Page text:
5 Tips for Maximizing the Efficiency of Hot Water Heaters

If you own a conventional storage tank type hot water heater, you might have already learned the hard way that this equipment is one of the largest energy consumers in your home, which accounts for up to 14% to 18% of your total energy costs.

This is due to the process called “standby heat loss” associated with traditional hot water heaters. As the hot water sits in the storage tank, it starts to cool down in a natural process called standby heat loss. As a result, the heating source kicks in again and warms up the water in a constantly repeating cycle that consumes energy. Here are 5 easy ways to make your traditional hot water heater more energy efficient:

  1. Turn down the temperature on your thermostat. The fact is that you don’t really need your water heated up at 140 degrees to satisfy your needs. The general recommendation for energy efficiency is 120 degrees, which will bring you savings of 6% to 10% on your energy bill. You will not only cut down on your costs, but you will also reduce the risk of scalding that comes with high temperature settings.
  2. Minimize hot water consumption. Unfortunately, you cannot change the way traditional hot water heaters were made to function, unless you decide to totally replace it with a tankless water heater. Therefore, you can only seek ways to optimize its efficiency and reducing the quantity of hot water that you and your family use is a great way to reach your goals. Instead of changing your lifestyle completely, you can use as little as half the amount you normally do by simply adding low-flow showerheads and faucet aerators.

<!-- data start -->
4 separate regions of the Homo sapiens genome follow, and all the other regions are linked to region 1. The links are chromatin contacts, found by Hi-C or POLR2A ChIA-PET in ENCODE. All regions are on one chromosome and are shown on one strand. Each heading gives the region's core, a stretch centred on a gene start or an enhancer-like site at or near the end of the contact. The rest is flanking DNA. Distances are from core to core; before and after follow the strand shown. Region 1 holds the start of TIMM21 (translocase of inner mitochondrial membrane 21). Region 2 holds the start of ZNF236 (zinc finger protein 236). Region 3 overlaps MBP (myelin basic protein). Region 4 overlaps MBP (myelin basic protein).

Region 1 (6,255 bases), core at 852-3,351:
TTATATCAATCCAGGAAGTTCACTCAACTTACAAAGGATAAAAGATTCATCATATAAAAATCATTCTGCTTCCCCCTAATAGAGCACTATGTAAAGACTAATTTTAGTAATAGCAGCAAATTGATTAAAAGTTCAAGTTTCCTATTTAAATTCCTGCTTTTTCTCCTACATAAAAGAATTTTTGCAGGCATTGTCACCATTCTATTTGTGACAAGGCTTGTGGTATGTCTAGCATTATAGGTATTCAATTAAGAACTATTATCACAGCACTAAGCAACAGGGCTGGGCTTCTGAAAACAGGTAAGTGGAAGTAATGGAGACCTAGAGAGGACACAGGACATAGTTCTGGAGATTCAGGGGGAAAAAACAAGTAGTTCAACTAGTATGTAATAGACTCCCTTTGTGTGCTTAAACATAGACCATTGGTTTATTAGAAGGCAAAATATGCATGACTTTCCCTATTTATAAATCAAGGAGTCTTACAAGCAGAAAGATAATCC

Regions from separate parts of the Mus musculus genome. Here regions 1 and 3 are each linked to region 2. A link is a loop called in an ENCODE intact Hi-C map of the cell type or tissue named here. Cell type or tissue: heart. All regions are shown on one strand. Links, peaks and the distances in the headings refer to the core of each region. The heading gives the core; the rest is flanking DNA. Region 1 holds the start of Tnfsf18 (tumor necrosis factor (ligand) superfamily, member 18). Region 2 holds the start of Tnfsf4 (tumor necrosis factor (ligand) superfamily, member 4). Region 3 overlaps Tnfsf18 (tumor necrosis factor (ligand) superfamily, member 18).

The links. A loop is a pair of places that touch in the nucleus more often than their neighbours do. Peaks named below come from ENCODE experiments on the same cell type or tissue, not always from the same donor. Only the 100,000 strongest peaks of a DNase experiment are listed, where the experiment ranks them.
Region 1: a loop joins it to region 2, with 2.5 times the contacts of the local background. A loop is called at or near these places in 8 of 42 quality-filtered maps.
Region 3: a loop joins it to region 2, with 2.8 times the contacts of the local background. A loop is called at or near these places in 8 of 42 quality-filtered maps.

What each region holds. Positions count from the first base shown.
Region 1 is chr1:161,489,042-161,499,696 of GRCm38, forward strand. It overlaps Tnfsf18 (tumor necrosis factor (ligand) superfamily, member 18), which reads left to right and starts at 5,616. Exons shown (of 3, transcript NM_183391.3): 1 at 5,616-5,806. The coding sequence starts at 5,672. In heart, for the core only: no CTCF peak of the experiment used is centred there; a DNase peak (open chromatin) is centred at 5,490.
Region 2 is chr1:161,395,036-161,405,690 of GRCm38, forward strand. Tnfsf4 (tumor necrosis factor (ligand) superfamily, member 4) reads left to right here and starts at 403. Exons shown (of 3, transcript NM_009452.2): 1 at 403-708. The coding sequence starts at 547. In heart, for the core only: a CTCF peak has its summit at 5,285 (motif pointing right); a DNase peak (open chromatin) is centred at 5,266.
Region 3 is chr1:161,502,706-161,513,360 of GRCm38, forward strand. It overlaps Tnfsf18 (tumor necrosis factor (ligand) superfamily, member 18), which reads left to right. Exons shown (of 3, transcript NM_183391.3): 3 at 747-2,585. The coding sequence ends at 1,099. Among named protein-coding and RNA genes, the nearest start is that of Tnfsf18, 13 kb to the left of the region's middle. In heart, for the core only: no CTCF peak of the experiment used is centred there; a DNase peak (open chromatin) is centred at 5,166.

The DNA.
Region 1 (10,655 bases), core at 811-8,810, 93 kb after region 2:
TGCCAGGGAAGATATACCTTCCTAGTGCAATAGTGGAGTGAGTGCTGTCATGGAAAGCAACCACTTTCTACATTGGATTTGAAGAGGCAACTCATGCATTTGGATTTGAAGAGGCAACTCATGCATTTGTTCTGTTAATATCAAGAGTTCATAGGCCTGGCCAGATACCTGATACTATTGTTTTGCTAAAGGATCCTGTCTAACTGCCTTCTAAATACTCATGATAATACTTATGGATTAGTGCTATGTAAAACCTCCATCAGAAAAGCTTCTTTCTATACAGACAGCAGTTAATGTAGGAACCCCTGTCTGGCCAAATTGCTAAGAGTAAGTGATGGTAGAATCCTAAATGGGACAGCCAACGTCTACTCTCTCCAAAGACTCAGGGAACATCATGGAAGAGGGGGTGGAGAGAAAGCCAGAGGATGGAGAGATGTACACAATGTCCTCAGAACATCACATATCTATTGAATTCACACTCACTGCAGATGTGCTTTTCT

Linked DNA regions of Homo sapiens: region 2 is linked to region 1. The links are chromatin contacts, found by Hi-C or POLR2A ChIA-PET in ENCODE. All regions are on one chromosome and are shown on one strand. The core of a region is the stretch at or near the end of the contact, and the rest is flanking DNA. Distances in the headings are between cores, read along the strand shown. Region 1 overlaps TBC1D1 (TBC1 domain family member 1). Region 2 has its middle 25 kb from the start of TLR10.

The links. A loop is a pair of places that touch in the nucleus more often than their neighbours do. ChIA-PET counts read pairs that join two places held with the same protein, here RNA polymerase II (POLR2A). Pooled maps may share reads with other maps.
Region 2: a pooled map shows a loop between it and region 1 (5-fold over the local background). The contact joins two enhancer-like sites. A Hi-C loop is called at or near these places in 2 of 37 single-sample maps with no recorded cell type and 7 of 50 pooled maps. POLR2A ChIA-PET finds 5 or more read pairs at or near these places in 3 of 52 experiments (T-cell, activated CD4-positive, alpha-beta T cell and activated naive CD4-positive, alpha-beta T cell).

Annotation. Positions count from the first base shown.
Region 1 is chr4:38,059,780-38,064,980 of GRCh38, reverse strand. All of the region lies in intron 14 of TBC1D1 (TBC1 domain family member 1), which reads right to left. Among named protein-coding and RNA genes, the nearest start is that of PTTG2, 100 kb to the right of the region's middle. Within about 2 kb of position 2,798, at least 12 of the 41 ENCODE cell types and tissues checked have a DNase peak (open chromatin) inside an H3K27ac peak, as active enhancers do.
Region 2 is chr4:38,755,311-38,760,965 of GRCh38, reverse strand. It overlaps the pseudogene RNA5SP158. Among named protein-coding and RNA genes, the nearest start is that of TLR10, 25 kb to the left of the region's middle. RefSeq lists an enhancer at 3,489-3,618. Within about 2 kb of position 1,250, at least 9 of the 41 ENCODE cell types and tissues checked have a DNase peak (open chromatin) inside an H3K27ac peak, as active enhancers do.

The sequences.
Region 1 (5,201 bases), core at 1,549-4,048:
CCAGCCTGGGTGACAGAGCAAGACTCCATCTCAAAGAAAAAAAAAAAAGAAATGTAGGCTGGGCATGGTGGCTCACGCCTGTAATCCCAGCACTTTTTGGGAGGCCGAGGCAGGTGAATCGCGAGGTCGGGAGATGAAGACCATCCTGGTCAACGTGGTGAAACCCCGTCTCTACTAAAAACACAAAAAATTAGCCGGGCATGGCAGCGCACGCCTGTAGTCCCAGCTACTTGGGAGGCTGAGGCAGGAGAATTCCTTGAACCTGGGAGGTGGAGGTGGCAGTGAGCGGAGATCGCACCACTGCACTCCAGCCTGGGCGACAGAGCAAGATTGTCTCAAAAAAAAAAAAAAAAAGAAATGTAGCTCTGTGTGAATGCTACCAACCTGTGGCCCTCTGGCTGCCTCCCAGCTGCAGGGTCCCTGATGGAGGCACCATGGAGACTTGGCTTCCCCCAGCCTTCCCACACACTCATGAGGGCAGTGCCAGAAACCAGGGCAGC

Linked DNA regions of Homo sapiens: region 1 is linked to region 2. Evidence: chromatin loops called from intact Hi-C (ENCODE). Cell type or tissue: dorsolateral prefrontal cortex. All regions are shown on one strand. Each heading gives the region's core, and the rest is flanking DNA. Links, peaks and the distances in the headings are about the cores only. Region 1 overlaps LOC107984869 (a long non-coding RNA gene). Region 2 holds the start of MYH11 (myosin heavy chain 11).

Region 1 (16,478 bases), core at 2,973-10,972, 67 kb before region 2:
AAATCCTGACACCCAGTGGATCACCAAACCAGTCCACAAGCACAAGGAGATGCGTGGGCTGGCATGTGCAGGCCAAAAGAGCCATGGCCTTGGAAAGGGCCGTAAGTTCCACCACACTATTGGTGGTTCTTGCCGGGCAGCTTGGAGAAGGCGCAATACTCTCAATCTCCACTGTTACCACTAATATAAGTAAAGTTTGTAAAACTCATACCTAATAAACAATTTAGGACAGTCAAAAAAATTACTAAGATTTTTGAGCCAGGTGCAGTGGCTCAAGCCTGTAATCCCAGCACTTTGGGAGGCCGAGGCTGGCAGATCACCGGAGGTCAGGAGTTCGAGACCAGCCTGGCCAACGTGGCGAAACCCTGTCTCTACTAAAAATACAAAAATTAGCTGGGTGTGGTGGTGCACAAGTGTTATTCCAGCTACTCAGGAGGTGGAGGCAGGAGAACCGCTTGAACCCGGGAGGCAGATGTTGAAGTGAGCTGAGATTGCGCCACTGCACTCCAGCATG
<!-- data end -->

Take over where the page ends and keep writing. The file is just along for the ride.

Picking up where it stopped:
3. Exposed hot water pipes? Insulate them! The reality is that exposed hot water pipes cause your hot water to arrive 2 to 4 degrees cooler at the faucet. Insulate those pipes and you will not need to wait as much for the water to heat up. This is really a small investment and an easy DIY job that will save you water, money, and energy.
  4. Use other appliances efficiently. Other appliances in your home, like your clothes and dish washers, all use hot water.  By simply making some setting adjustments like using the cold water settings, you could potentially save yourself plenty of hot water.
  5. Install low-flow shower heads. Did you know that up to 25% of your home’s water is lost through showering? You can reduce this by almost 70% by simply installing a low-flow shower head. This will in turn reduce your hot water demand requirements, not to mention reduce your water bills.

Is your hot water heater not performing as well as you’d like it to? The service technicians at Reliance Home Comfort can help. Whether you are looking to repair or replace your existing hot water heater, Reliance has the solution you’re looking for.

{ 10 comments… read them below or add one }

Ross Henry August 16, 2013 at 11:38 pm

Just finding out that our gas bill for the past month was way too high and will be turning the control down so that the water is not as hot as usual but we don’t think that it needs to be as hot as it is at the present.
We will be away for the next week but then may ask for assistance when we return.
Thanks for the tip. Ross Henry

Geoff Fromow August 17, 2013 at 7:27 am